“Whenever there’s a conversation around gaming there’s a natural defensiveness that’s extremely high,” Cam told me. Some people don’t like hearing the idea that others might want to stop gaming. Every couple of weeks, Cam receives hate mail, harassment or death threats because he runs GameQuitters. Six months ago, someone told him he should walk off a pier with cement tied to his shoes. Sometimes, he says, when the public conversation around gaming addiction resurfaces, the subreddit he moderates, /r/StopGaming, is raided by mobs of trolls.

“All the threads were people screaming at and harassing us. I can handle that. It doesn’t get to me. I understand it,” said Cam. However, he said, it can impact people on /r/StopGaming whose entire lives and identities have been tied to gaming for as far back as they remember; it can further alienate them, make them feel guilty for seeking help. “The 13 or 14-year-old in the Reddit community who feels vulnerable, just quit gaming, he’s feeling like he’s no longer part of his community and all these people come and say they’re embarrassing and their addiction is not real—people read that and feel ostracized,” he said.

The main upside to the official classification of gaming disorder is that it might help some people get their lives back in order. It can be a buoy for gamers who can’t figure out why their friends are okay putting down the PlayStation 4 controller after only two hours, while they have to keep going. “I thought that to be an addict you needed to have a needle in your arm, be lying under a bridge, or be drinking from a paper bag,” said Benjamin. He eventually sought help for his addiction after moving back in with his parents. He’d been seeing therapists since he was seven, but none had ever diagnosed his gaming addiction. He’d never heard of that himself. One source, Jacob, said that when he sought help for his gaming addiction, a professional addictions counselor told him that the real issue was that he was forgoing social connection. Offline games were the issue, said the counselor. He should game online. So Jacob binged on Starcraft 2. The problem got worse. Without proper guidelines, professionals didn’t take him seriously. They might today.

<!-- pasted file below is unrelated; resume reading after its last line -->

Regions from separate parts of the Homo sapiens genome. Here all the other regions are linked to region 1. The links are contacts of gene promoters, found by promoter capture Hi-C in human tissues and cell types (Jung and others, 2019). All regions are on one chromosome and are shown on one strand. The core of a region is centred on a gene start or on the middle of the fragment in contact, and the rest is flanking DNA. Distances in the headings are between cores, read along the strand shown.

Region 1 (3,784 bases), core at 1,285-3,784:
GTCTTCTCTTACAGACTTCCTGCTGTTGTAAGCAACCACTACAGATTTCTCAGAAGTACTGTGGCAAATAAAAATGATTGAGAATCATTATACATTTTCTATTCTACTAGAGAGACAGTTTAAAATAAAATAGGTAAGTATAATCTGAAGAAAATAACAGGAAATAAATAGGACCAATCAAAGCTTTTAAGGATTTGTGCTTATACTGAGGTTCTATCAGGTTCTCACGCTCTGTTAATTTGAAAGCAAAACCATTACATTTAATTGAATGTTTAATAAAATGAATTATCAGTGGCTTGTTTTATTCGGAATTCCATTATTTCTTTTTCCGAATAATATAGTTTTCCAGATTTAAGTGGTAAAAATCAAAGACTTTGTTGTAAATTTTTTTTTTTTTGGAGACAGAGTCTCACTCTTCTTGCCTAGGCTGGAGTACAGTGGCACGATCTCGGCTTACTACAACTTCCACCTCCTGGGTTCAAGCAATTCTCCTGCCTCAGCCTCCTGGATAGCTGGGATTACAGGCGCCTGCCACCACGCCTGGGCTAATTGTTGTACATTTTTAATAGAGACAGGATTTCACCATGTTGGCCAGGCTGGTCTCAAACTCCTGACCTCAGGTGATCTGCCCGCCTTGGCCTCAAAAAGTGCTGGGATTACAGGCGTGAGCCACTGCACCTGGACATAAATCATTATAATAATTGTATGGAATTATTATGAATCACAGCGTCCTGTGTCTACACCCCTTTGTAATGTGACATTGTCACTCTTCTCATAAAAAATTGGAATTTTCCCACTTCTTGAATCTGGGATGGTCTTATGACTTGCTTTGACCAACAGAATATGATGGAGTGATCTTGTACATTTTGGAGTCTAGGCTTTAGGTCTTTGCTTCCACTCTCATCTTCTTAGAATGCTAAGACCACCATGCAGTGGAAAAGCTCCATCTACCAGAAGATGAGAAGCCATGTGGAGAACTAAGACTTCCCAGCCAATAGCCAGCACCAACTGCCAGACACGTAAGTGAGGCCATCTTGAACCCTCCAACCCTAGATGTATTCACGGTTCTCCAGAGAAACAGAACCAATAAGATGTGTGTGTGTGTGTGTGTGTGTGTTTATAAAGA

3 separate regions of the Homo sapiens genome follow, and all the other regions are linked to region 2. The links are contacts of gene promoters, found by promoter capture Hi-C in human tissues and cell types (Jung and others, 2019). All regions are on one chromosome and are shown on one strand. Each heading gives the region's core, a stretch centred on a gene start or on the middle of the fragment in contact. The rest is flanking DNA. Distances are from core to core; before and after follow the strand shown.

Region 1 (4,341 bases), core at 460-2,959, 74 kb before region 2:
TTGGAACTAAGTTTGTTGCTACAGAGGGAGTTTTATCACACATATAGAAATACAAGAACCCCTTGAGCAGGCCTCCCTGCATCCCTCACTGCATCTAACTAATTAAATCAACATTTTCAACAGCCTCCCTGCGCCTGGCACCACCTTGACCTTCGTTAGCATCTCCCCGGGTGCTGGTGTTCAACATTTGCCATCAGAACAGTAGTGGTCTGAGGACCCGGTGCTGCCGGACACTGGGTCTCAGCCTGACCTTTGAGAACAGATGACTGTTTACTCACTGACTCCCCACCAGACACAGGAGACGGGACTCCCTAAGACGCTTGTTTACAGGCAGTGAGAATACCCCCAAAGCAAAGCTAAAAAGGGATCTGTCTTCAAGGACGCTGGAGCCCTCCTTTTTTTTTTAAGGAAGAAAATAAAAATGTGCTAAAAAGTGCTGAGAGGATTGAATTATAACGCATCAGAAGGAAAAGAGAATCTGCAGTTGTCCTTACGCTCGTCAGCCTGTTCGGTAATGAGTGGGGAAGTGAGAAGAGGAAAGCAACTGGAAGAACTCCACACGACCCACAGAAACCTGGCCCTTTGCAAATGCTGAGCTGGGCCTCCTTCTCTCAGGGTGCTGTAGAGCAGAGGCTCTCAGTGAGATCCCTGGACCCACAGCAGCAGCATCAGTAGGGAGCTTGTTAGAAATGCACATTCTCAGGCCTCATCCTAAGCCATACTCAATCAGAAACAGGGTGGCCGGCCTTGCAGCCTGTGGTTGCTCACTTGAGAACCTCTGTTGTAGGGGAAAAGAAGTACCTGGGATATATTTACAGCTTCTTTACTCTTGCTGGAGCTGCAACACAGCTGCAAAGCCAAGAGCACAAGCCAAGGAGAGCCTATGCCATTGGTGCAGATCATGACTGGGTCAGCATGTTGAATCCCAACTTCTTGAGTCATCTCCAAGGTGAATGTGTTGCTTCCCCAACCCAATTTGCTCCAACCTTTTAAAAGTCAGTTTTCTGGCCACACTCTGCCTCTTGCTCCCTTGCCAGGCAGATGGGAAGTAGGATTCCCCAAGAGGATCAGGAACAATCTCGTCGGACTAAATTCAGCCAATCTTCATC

Online, Benjamin and Jacob began attending text and voice meetings with other recovering gaming addicts. Now, they help lead Computer Gaming Addicts Anonymous, a grassroots 12-step group for gaming addicts. “I’m just trying to let people who have a problem know they they can get help,” he said. CGAA’s recovery program sets boundaries for hundreds of problematic gamers. Like Alcoholics Anonymous, its members teach gamers that games aren’t the sole problem; their mental health is. However, abstinence is the only way for gaming addicts to uncover the roots of their self-destructive behavior. It’s a philosophy widely shared among the recovered gaming addicts I interviewed.

Cam’s new hobby is surfing, which, he said with a laugh, he simply can’t do for 15 hours a day. Progress isn’t as measurable as in WoW. Rewards, like catching a good wave, aren’t consistent. “Yesterday, when I went surfing, I caught a wave. I was fully immersed in that moment. I wasn’t able to focus on anything else,” he said. But the crucial thing, he added, is that when he surfs, he always has to come back.

*Asterisks indicate names changed to protect anonymity.  

Update, 12:52 PM: An earlier version of this story said Cam’s human hunter in World of Warcraft was level 70. That is incorrect and we have updated the article. Additionally, a portion of this story that discussed suicide has been slightly edited since its original publication. If you or someone you know is contemplating suicide, please call the National Suicide Prevention Lifeline at 800-273-TALK (8255).